European Elections: Estonian Parties Focus on Environment

Vincent van Gogh: Green Wheat Field with Cypress // Public domain

In their election manifestos for the European Parliament, the political parties have paid a lot of attention to environmental issues; there is talk of steps towards climate neutrality, but also of issues that directly affect Estonian entrepreneurs and rural life.

The Reform Party’s program links the environment with security. According to candidate Hanah Lahe, the party emphasizes restoring and preserving biodiversity. The party says that green reform is an opportunity for growth in Europe.

“The priority must be to decouple economic growth from the use of primary resources. Perhaps, this is where the circular economy has a big role to play in how we value our resources and how we become more efficient in our businesses,” she said.

Social Democrats consider the implementation of the green transition to be one of the most important areas to be addressed by the European Parliament. Natali Mets (SDE) highlights the importance of grassroots solidarity:

“So that everyone is included in these processes and no one is left behind, so that jobs are maintained and new smart jobs are created, and so that social inequalities are reduced, not widened.”

Parempoolsed defends the right to keep the property, said Annela Anger-Kraavi. She cited the example of compensating the owner of land used for conservation purposes. However, the party also emphasizes the link between environmental policy and the economy.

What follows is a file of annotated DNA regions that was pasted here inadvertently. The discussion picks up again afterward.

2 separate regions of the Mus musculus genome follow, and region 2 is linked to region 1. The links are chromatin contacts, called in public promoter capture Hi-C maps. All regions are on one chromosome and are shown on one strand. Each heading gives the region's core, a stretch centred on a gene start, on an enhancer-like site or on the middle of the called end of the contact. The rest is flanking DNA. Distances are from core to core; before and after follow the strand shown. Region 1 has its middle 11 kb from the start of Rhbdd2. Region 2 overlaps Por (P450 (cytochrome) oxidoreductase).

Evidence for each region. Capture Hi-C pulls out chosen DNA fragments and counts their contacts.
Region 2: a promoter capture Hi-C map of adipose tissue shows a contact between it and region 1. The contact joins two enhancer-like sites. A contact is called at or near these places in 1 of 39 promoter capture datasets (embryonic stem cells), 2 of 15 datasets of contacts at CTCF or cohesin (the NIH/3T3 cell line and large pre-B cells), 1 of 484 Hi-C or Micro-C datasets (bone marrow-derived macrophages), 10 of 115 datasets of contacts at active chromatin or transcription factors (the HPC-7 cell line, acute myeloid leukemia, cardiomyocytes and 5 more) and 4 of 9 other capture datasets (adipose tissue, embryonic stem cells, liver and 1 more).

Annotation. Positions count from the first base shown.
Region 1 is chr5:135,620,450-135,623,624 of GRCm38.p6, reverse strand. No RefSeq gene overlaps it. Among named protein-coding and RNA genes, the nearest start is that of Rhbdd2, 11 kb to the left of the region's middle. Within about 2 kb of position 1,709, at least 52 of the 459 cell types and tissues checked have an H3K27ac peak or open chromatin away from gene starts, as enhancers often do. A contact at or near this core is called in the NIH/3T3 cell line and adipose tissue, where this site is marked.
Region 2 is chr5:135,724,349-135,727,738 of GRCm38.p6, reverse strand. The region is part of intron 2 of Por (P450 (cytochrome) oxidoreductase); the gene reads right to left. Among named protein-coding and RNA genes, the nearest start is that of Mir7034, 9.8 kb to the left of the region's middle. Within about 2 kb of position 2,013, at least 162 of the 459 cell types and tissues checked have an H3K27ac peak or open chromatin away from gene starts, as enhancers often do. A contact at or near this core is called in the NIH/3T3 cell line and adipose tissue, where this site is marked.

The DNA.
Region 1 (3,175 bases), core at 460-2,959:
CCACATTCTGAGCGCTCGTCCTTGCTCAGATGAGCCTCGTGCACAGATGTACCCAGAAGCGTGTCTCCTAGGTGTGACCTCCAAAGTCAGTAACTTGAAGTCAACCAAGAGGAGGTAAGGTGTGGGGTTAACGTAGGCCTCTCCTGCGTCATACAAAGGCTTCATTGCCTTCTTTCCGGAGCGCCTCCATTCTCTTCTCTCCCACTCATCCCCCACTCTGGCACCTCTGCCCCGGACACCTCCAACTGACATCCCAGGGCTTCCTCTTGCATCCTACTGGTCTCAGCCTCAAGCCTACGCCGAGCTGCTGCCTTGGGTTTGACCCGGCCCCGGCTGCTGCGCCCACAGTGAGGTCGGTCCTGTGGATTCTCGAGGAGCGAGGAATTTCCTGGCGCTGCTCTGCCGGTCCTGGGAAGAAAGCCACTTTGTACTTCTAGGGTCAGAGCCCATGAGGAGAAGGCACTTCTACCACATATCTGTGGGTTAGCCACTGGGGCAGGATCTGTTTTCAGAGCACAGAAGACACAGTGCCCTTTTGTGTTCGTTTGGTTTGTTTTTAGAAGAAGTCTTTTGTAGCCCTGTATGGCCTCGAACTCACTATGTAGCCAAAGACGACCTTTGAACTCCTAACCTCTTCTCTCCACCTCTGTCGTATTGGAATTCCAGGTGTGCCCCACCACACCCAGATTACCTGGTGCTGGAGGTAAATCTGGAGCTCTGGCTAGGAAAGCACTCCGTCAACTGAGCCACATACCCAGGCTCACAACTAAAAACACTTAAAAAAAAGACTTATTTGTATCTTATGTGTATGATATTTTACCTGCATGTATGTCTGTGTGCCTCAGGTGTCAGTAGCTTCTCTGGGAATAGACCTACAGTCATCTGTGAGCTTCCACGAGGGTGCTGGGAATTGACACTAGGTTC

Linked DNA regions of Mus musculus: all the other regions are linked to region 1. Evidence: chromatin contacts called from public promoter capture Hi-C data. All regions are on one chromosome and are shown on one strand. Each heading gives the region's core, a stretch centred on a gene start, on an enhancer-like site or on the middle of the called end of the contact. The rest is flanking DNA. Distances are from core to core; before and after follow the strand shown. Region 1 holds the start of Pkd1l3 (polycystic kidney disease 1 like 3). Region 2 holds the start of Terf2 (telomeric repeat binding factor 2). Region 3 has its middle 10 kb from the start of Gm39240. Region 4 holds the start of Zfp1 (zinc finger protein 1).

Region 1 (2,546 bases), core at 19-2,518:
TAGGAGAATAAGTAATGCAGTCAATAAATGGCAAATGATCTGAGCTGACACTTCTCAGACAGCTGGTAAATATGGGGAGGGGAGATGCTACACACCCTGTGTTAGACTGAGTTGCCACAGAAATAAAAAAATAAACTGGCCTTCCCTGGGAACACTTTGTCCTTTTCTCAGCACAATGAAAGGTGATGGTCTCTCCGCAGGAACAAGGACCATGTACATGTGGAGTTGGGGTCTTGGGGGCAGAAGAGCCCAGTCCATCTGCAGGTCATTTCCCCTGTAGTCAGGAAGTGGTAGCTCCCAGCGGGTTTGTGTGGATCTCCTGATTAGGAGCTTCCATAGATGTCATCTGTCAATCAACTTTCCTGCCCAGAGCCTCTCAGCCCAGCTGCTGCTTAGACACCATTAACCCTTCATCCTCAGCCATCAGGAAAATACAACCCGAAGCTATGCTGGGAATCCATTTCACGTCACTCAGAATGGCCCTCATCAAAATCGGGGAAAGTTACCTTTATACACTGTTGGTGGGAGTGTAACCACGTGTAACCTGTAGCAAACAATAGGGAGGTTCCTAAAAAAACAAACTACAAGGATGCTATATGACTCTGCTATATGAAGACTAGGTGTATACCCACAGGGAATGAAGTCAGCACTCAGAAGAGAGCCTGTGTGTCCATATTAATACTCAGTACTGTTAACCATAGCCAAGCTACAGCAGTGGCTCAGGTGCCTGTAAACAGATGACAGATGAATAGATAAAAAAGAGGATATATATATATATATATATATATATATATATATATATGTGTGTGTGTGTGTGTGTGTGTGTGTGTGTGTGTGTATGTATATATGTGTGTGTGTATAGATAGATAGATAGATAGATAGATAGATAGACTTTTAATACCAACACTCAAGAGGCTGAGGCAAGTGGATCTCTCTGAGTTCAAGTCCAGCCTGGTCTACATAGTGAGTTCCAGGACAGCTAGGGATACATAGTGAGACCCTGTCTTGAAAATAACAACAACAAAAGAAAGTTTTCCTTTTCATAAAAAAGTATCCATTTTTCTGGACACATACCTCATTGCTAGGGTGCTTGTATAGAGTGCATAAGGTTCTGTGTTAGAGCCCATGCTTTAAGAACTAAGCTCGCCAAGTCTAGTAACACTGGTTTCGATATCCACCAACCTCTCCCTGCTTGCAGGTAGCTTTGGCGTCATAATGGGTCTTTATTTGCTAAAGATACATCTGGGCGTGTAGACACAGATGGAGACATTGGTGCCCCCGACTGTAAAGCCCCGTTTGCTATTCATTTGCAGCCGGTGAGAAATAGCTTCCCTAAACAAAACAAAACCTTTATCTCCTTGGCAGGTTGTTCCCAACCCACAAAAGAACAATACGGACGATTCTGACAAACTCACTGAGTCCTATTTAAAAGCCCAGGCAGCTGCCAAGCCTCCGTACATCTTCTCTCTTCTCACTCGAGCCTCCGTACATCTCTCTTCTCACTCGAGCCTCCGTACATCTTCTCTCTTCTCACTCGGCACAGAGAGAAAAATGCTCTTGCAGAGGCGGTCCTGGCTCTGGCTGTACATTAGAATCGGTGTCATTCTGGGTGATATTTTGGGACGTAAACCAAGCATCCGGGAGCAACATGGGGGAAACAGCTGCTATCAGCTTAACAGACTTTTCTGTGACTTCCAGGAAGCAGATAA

“The money will come from a growing, competitive economy, which will be needed to invest in environmentally friendly technologies and to develop the valorization of Estonia’s natural resources,” she said.

The Estonian Greens support small-scale production, the further development of renewable energy, and the real enforcement of European environmental law in Estonia. “This is all a sham. The result is the plundering and wasting of Estonia’s natural resources,” said Evelyn Sepp, co-leader of the Greens.

The Eesti 200’s program states that renewable energy developments must move forward quickly and that continued European funding is essential. The Center Party believes moving towards climate neutrality requires considering science-based impact assessments and a financing plan.

Isamaa emphasizes that it is important to ensure that the climate targets are met by providing sufficient guarantees and support. EKRE says they are conservationists but oppose green extremism, and that wind and sun alone do not guarantee Europe’s energy independence.

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